On the 8th instant, in obedience to your orders, I marched my brigade, attended by a large cavalry force, also by Colonel Buckland's brigade, to a point about 4 miles on the Corinth road? then, bearing left about half a mile, halted in an open field. Skirmishers were sent forward, who discovered rebel cavalry in considerable force. The skirmishers immediately fired upon the enemy, when the Seventy-seventh, under Lieutenant-Colonel De Hass, was ordered up to support them. Soon after forming in line of battle a large body of cavalry made a bold and dashing charge on the skirmishers and whole regiment. So sudden and rapid was the charge, shooting our men with carbines and revolvers, they had no time to reload or fix bayonets, and were forced to fall back under cover of our cavalry. Unhappily the cavalry were not sufficiently near to render assistance. The rebel cavalry literally rode down the infantry. We sustained a loss in killed, wounded, and missing of 57 men. Nineteen were killed on the spot, 30 wounded, and the balance missing. Capts. A. W. McCormick and A. Chandler, and other officers, are of the number missing. Second Lieut. Hanson Criswell is also among the number.

Having buried the dead and removed the wounded, I returned with my brigade to camp on the same evening before 10 o'clock. I submit tabular statements of the number killed, wounded, and missing from the regiment.

Of the officers and men who participated in the battle of Pittsburg and the affair of Tuesday I am happy to bear testimony to the fidelity, bravery, and devotion of all. A few retired without orders, but generally all acquitted themselves with credit.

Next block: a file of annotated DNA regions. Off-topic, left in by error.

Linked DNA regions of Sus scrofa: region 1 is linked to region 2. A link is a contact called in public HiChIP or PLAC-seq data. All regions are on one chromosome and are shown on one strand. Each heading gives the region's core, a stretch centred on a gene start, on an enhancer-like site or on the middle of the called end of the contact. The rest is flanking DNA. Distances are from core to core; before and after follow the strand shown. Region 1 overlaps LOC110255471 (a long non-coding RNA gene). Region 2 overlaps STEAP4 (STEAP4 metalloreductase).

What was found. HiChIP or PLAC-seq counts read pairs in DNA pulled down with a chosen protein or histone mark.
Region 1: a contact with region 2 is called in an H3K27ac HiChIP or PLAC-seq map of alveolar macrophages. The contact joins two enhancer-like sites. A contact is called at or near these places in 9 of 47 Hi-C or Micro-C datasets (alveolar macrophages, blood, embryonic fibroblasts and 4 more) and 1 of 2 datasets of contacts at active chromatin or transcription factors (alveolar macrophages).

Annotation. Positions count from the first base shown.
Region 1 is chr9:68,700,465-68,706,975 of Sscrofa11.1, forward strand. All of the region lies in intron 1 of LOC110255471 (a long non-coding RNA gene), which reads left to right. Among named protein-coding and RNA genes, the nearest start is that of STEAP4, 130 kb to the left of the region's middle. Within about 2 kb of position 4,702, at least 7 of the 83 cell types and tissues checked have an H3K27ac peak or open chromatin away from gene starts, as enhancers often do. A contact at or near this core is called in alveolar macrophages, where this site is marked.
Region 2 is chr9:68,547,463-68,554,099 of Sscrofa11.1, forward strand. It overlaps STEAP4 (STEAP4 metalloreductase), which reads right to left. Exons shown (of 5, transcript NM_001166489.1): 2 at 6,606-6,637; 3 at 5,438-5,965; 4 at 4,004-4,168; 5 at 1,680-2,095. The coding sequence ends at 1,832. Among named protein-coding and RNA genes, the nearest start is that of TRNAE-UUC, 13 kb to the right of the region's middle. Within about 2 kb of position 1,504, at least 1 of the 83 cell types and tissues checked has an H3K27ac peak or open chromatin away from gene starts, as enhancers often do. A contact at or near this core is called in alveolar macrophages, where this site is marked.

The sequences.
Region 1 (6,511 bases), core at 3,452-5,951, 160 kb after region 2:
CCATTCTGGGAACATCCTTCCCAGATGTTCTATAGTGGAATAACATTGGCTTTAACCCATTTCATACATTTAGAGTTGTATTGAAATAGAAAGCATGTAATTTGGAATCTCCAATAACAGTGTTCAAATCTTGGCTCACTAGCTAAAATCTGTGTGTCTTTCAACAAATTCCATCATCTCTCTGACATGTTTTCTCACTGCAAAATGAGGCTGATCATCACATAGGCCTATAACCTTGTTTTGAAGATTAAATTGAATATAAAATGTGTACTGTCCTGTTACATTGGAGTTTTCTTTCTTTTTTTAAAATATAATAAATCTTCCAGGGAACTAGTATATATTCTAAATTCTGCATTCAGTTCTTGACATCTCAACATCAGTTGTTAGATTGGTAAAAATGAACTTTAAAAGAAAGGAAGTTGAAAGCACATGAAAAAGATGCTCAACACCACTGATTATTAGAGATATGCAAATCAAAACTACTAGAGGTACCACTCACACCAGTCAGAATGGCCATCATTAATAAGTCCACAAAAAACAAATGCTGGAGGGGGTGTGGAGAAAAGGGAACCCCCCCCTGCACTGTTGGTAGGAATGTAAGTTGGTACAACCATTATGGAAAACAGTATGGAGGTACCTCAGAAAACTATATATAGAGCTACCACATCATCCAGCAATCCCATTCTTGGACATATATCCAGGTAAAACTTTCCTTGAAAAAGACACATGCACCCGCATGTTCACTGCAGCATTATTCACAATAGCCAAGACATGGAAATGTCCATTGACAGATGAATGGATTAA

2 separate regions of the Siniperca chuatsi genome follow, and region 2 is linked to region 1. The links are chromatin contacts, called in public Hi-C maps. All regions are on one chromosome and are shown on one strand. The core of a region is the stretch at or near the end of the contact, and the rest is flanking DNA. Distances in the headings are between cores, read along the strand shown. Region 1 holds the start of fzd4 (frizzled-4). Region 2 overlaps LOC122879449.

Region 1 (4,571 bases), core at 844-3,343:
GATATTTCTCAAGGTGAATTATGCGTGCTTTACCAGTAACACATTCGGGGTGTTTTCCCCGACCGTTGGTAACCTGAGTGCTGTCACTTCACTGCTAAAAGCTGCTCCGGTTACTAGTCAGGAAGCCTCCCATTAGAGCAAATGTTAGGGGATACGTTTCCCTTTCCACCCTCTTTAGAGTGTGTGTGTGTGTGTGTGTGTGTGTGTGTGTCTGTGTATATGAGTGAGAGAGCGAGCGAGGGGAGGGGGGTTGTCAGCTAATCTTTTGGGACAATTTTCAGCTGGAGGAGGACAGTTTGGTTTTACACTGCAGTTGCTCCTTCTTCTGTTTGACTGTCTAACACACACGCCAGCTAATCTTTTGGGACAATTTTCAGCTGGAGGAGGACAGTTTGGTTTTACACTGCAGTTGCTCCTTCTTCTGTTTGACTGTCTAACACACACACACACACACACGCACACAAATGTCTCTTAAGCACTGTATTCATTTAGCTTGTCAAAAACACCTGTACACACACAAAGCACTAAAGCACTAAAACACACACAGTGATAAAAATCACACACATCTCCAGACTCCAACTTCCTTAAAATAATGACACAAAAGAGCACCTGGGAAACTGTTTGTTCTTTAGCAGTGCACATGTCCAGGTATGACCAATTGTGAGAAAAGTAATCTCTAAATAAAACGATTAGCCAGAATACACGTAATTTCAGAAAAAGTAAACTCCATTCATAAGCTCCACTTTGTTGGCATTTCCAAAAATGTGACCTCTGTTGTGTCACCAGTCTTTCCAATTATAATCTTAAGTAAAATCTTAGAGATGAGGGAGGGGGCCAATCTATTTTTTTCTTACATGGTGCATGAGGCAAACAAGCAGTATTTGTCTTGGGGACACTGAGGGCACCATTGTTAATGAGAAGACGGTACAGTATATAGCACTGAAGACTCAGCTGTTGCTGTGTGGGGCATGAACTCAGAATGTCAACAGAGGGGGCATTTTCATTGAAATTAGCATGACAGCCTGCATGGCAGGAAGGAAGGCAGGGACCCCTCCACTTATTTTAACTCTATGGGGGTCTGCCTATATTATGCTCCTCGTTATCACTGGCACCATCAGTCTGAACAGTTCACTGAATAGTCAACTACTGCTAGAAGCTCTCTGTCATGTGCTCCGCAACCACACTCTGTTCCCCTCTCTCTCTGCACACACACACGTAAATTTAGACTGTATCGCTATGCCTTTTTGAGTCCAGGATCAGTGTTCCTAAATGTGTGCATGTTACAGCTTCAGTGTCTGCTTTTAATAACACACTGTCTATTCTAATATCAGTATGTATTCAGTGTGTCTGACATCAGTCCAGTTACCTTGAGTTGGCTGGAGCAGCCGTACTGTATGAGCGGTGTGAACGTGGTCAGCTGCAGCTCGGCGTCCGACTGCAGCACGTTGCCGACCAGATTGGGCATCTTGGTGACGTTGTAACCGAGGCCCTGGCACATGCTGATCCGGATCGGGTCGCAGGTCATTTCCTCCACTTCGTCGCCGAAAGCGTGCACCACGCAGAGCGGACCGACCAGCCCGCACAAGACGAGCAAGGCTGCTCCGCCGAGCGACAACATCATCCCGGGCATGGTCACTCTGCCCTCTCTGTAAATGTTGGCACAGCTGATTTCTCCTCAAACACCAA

Maj. B. D. Fearing and Lieut. Col. W. De Hass behaved well, and exhibited much judgment, as well as bravery. Major Fearing had immediate command of the regiment, and acquitted himself with as much skill, bravery, and military bearing as an officer of long experience, and was not excelled by any field officer who came under my observation. Lieutenant-Colonel De Hass aided on the field of battle wherever his services could be useful, directing the movement of troops who had not been assigned to positions, assisting batteries to form where the most effective service could be performed, and rendering such other aid as was proper and judicious.

It is due to Lieutenant-Colonel De Hass that the disaster of Tuesday is not responsible to him. He did his best to rally the men and behaved with becoming bravery. The Fifty-seventh, commanded by Lieutenant-Colonel Rice, rendered efficient service. Lieutenant-Colonel Rice [264] behaved with bravery, and exhibited much skill in the movement of the regiment. Colonel Mungen was prevented from going to the field by sickness, from which he had suffered several days. The adjutant and company officers generally behaved well. The Fifty-third I have already referred to. The regiment under the command of J. J. Appler fell back after two rounds, under the order of Colonel Appler. Soon afterward, as I am informed, he left the field, and was not again with the regiment during the day or Monday.

Lieutenant-Colonel Fulton, in command of the regiment, the adjutant, and company officers behaved well.

All of which I respectfully submit.

J. Hildebrand, Colonel, Commanding. General William T. Sherman, Commanding.
Note.-About 6 o'clock on Sunday evening a portion of my brigade, including the Fifty-third and Seventy-seventh Regiments, took a position near the heavy guns on the hill near Pittsburg, where they were prepared to support them. This was during the critical period when the enemy attempted to storm our position. The Fifty-third Regiment did good service during the afternoon of Sunday operating with other regiments.

J. H., C. C.

1 Tle nominal lists of casualties in these regiments are embodied in revised statement, p. 104; but see also division return, p. 253.